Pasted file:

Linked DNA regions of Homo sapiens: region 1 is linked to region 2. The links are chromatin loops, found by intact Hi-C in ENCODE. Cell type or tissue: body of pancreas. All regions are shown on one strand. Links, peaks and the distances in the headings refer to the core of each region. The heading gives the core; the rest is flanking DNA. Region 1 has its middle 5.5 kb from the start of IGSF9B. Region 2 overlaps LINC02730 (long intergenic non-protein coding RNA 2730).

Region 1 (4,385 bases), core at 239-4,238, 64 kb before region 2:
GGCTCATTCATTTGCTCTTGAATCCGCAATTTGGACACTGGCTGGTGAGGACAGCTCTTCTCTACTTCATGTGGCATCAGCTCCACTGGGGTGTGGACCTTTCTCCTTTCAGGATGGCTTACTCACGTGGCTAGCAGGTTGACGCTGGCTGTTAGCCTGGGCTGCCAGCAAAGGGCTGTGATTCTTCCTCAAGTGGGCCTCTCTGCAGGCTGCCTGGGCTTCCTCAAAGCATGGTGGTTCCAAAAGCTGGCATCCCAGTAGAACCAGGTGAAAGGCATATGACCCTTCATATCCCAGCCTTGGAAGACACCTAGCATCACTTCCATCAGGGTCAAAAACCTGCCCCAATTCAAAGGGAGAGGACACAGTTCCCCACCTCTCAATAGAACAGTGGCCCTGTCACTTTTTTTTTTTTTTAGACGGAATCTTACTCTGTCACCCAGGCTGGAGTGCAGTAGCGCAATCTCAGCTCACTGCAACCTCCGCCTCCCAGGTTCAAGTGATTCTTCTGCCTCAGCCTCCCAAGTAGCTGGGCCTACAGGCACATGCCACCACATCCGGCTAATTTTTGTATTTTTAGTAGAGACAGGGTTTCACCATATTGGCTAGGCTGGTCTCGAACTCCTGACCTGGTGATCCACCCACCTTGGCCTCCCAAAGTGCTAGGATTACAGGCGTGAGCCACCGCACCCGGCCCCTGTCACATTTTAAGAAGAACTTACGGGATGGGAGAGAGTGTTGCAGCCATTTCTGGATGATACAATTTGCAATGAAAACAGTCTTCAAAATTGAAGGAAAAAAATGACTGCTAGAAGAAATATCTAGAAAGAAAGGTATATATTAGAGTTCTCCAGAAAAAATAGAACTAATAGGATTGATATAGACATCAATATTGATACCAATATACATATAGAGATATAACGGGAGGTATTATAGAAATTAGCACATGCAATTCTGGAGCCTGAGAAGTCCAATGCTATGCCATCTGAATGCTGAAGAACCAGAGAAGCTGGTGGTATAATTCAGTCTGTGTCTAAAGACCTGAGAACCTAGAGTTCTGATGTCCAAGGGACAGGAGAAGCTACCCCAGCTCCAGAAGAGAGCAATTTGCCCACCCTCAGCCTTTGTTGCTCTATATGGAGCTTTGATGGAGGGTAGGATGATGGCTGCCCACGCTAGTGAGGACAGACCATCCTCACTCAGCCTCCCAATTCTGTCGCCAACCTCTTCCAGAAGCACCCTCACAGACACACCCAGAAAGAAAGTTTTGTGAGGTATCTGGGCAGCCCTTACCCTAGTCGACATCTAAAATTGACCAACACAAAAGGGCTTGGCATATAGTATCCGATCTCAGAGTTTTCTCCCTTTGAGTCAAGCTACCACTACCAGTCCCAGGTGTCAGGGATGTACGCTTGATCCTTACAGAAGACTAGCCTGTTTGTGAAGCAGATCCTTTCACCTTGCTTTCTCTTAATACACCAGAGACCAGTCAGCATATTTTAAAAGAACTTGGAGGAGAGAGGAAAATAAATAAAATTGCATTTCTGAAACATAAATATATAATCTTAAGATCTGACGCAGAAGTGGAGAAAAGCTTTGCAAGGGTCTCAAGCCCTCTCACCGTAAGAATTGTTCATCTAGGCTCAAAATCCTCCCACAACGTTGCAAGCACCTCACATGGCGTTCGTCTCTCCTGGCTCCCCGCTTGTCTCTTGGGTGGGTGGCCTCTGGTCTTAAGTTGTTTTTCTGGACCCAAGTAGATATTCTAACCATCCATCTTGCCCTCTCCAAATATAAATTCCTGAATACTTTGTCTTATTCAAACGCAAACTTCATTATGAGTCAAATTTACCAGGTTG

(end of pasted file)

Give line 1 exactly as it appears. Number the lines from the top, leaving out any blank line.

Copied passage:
Linked DNA regions of Homo sapiens: region 1 is linked to region 2. The links are chromatin loops, found by intact Hi-C in ENCODE. Cell type or tissue: body of pancreas. All regions are shown on one strand. Links, peaks and the distances in the headings refer to the core of each region. The heading gives the core; the rest is flanking DNA. Region 1 has its middle 5.5 kb from the start of IGSF9B. Region 2 overlaps LINC02730 (long intergenic non-protein coding RNA 2730).